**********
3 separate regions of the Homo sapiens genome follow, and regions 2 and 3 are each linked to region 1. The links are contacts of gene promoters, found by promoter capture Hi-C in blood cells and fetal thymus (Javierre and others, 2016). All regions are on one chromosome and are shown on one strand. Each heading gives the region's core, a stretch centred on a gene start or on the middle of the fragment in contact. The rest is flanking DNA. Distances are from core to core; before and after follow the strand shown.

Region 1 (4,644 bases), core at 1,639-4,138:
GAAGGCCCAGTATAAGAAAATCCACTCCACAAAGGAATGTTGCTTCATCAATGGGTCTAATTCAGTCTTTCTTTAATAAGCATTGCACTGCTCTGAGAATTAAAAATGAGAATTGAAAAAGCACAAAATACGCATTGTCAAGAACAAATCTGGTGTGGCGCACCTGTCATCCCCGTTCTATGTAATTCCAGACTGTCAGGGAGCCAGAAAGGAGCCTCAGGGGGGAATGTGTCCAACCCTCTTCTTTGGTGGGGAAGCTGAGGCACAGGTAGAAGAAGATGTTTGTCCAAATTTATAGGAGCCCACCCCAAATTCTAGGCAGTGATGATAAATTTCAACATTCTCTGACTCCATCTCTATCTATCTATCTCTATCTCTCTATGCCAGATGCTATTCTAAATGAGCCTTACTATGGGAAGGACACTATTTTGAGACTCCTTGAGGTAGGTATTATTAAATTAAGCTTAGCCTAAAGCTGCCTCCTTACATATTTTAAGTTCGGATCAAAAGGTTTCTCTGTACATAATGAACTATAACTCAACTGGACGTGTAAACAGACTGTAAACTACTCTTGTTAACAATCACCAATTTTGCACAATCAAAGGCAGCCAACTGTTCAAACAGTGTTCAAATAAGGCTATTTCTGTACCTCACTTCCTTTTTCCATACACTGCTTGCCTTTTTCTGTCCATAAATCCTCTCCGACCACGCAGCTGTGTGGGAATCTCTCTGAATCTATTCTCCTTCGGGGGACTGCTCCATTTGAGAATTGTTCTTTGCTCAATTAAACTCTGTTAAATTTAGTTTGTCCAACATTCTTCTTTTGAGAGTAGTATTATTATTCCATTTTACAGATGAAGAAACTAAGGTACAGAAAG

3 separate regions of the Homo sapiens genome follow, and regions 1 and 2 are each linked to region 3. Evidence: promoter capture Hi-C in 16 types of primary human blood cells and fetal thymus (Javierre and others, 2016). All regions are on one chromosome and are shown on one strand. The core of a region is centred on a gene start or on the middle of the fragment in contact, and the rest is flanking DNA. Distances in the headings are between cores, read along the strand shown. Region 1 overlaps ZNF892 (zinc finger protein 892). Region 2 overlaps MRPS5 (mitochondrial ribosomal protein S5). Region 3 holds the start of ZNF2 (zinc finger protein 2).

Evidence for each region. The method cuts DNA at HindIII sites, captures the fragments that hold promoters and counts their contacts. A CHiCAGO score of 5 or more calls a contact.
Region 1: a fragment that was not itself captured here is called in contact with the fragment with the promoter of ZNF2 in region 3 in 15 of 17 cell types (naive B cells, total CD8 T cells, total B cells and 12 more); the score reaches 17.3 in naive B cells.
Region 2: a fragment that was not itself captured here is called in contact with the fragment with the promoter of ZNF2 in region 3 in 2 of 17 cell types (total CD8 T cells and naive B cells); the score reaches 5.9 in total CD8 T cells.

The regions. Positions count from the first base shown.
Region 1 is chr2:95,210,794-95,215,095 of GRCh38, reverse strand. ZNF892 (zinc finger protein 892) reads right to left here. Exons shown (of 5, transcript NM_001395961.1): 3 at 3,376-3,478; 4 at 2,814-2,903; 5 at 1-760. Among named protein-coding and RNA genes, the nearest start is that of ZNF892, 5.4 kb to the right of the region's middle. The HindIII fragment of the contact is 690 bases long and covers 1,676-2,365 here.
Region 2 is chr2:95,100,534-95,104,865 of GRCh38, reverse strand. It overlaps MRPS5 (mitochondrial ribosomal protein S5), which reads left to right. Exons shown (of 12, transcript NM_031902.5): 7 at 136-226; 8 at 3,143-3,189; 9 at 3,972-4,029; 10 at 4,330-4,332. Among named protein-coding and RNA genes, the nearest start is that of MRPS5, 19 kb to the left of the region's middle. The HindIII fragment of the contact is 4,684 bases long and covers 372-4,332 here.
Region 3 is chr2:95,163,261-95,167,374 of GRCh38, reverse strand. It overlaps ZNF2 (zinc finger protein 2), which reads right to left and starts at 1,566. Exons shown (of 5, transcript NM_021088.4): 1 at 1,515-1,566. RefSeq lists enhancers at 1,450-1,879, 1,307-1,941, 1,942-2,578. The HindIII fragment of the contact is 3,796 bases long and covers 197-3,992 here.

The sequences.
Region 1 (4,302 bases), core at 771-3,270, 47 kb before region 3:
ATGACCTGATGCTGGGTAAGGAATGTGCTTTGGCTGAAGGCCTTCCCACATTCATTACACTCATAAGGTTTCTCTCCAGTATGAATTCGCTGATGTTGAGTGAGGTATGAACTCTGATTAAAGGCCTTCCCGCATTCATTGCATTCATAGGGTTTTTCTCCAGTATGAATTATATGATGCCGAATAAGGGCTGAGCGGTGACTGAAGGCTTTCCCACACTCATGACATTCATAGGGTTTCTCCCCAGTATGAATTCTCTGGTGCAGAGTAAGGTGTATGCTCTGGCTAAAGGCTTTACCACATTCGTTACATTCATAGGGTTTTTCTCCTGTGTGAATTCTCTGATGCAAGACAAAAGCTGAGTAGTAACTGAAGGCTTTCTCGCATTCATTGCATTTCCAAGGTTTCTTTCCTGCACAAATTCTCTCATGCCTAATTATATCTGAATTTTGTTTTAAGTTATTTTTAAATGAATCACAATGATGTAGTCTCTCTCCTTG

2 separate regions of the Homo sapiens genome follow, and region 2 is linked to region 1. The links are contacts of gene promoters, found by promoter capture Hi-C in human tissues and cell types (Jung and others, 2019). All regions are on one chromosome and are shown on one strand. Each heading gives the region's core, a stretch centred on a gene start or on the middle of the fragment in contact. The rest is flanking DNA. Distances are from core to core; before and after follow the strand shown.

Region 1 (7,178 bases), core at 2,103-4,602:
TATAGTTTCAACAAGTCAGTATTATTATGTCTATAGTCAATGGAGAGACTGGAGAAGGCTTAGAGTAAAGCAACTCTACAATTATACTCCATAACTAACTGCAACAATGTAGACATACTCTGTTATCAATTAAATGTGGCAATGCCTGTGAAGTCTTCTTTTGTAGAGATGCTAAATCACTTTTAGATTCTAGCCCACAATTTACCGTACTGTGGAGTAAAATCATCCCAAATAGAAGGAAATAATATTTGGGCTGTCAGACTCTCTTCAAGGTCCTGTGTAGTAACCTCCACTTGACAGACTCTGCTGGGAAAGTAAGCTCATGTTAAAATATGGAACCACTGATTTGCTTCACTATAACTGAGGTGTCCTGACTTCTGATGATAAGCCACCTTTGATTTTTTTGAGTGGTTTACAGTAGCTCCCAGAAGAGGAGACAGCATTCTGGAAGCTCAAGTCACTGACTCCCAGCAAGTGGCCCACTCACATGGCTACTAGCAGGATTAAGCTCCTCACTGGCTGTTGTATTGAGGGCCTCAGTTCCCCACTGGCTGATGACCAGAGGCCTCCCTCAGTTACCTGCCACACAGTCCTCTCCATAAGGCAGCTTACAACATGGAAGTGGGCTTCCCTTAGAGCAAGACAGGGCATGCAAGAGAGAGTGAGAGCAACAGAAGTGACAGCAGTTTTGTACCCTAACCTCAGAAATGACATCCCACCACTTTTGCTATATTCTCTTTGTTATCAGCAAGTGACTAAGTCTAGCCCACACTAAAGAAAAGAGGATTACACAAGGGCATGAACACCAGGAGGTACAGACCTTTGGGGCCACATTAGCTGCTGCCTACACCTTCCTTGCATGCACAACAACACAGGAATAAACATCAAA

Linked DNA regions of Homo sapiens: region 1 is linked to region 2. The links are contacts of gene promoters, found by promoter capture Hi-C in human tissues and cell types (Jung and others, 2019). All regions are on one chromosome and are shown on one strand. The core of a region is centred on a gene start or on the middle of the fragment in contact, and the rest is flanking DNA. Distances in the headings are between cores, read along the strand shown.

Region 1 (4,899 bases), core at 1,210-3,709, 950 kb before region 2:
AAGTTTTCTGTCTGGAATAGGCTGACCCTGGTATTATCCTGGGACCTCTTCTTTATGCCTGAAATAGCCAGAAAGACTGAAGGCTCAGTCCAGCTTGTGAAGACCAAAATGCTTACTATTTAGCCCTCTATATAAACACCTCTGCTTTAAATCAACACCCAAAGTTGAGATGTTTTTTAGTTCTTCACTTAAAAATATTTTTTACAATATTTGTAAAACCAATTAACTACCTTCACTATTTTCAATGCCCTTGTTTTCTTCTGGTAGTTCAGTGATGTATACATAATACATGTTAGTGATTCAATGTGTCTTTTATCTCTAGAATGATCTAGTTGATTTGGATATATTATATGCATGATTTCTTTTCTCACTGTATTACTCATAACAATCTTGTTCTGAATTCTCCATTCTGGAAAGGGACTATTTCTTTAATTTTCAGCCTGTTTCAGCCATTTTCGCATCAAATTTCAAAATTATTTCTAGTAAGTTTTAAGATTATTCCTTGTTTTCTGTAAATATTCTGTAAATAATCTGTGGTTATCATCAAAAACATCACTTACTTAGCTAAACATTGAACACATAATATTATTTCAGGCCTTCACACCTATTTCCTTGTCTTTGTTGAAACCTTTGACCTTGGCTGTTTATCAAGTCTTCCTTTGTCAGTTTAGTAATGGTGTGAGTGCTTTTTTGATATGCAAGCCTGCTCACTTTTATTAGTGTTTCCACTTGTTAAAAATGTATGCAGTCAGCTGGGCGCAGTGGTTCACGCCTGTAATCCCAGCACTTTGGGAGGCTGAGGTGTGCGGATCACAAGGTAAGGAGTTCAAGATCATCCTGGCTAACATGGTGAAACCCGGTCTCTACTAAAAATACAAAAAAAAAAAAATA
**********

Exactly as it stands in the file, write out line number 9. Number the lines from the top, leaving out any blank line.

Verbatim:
Region 1 is chr2:95,210,794-95,215,095 of GRCh38, reverse strand. ZNF892 (zinc finger protein 892) reads right to left here. Exons shown (of 5, transcript NM_001395961.1): 3 at 3,376-3,478; 4 at 2,814-2,903; 5 at 1-760. Among named protein-coding and RNA genes, the nearest start is that of ZNF892, 5.4 kb to the right of the region's middle. The HindIII fragment of the contact is 690 bases long and covers 1,676-2,365 here.